Force majeure: Is Coronavirus an Act of God?
- AuthorDavid Wisbey
This is one of a number of questions I have been asked by a client about the impact of the coronavirus on supply chains.
Our client manufactures car components in factories in China. It also relies on suppliers of sub-components and raw materials that are based in China. It has contracts to supply leading car makers all over the World from those factories. Some of those supply contracts are governed by English law.
If it is unable to supply, or is late in supplying, because of the restrictions imposed on travel, work, and transport by the Chinese government, in an attempt to curb the spread of the virus, what are their liabilities under the contract?
The seriousness of the situation is illustrated by a warning from Fiat Chrysler this week that it may have to shut an assembly line in Europe because of the difficulties it is experiencing in getting components from China.
“Act of God” is a term often used in clauses that excuse failure to perform a contract for reasons beyond the reasonable control of a party to the contract (known in legal jargon as ‘force majeure’). The starting point, then, when trying to assess the position in English law, is to see whether there is a force majeure clause in the contract. If there is, does it help in this unique situation?
Force majeure clauses often list the types of things that can be treated as beyond the reasonable control of the parties. Sometimes the clause might actually specify that force majeure includes an epidemic or pandemic. If it does, then the supplier is likely to be protected by the clause from any claims against it for failing to carry out its obligations, if it is unable to do so because of the outbreak of coronavirus.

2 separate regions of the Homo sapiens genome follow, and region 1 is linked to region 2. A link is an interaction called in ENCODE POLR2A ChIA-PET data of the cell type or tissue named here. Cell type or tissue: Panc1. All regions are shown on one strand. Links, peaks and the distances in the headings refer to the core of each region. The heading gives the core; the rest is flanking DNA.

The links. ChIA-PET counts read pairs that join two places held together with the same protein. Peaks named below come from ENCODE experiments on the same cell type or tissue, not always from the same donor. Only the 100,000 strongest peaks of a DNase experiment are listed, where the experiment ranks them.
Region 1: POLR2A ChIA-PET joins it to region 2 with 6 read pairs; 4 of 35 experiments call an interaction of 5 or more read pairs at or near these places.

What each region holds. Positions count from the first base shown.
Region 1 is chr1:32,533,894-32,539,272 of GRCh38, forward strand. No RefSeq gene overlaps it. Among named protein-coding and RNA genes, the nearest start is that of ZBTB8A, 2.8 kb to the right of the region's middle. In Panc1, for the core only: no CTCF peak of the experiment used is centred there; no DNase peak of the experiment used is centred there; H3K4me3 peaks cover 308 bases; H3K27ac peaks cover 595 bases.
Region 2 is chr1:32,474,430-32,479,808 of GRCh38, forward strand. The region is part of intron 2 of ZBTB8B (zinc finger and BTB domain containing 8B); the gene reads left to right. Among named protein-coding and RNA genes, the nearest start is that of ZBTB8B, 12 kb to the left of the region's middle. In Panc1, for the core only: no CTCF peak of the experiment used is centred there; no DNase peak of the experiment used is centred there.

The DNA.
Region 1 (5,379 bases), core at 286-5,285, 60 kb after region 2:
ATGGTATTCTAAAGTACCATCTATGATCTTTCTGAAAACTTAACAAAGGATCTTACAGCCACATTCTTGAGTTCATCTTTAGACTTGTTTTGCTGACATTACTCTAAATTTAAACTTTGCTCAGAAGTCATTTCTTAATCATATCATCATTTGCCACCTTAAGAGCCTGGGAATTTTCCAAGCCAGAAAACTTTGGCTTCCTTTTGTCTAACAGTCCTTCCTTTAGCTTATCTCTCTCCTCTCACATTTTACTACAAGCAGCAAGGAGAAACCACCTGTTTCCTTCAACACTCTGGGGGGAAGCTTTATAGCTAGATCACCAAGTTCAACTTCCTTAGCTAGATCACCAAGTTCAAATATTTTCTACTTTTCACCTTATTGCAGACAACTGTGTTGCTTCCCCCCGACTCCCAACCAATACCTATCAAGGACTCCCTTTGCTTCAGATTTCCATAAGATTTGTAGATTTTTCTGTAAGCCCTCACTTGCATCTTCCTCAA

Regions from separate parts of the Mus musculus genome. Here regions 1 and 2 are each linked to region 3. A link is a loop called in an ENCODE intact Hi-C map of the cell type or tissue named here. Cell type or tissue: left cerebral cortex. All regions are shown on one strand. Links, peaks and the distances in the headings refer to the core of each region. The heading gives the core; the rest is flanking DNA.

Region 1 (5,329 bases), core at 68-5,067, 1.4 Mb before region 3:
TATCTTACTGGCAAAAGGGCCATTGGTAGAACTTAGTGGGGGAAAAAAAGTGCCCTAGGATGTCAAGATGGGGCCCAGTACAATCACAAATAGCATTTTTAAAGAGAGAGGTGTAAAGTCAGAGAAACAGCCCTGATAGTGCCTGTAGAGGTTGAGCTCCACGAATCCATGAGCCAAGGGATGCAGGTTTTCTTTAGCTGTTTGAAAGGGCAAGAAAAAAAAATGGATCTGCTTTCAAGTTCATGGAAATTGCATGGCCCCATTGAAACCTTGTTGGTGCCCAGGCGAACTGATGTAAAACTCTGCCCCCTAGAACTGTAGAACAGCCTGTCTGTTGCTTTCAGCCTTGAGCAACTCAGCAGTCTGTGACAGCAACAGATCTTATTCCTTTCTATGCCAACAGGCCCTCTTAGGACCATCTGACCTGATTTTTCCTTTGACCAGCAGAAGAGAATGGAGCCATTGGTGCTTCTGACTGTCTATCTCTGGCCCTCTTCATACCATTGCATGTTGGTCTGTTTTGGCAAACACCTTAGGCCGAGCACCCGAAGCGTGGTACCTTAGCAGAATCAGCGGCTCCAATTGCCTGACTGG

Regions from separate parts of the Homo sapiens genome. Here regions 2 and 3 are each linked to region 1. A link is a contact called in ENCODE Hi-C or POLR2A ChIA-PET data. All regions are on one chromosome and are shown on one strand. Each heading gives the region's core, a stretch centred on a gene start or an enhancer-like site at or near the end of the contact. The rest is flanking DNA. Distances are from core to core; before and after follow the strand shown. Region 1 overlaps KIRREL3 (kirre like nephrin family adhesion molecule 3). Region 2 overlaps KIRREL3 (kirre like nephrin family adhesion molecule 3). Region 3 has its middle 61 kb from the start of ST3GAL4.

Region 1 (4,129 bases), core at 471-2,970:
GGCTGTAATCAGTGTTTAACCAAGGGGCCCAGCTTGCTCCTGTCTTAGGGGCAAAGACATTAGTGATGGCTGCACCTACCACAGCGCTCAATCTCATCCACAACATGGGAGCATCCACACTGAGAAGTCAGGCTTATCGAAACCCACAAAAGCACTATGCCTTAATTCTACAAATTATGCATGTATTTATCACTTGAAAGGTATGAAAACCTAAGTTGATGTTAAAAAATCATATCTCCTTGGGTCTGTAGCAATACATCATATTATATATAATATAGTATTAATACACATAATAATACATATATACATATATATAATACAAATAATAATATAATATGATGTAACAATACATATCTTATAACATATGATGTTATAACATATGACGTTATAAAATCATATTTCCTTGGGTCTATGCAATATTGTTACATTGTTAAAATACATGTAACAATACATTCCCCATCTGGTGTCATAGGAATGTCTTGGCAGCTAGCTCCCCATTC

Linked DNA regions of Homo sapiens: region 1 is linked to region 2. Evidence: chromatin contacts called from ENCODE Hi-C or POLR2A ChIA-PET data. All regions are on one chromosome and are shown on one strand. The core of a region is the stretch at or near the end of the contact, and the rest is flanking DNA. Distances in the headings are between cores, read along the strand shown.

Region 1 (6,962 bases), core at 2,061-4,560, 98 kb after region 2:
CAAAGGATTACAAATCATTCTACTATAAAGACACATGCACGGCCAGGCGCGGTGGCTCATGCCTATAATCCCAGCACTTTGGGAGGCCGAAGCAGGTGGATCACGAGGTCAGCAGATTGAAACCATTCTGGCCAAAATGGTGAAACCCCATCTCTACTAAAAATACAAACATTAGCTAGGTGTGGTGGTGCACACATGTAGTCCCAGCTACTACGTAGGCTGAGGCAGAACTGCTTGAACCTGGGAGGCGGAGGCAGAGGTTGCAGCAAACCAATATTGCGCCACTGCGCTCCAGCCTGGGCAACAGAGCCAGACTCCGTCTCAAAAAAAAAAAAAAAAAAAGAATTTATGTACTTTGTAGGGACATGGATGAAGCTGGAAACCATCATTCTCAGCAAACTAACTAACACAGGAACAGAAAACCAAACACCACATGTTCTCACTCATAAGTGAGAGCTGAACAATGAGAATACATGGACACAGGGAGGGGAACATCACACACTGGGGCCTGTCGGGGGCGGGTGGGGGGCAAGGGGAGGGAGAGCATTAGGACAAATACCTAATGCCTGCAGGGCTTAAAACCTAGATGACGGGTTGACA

Fortunately for our client, its contract with one of the World’s largest car makers has a force majeure clause. It does not include epidemics and pandemics, but it does include acts of governments that prevent or restrict its ability to perform the contract. I am sure that the draftsman never envisaged wholesale shutdowns of cities when including those words, but travel bans and forced plant closures required by the Chinese government are acts that may prevent or restrict the ability to deliver, so the client will be protected.
If there had been no force majeure clause, the client may have been protected by the doctrine of ‘frustration’. Under English law, a contract may be discharged on the ground of frustration when something occurs after the formation of the contract which renders it physically or commercially impossible to fulfil the contract. The restrictions put in place to contain coronavirus probably fulfil the criteria required to show frustration and could enable a supplier to avoid liability for losses caused by its inability to perform the contract.
If you don’t have a force majeure clause in your supply terms, or if you have one but it doesn’t cover epidemics, pandemics or government acts, you can ask us for an update of your terms without delay.
If you are concerned about the impact of the situation in China on your supply chain, contact me on 01245 453817 or email email@example.com.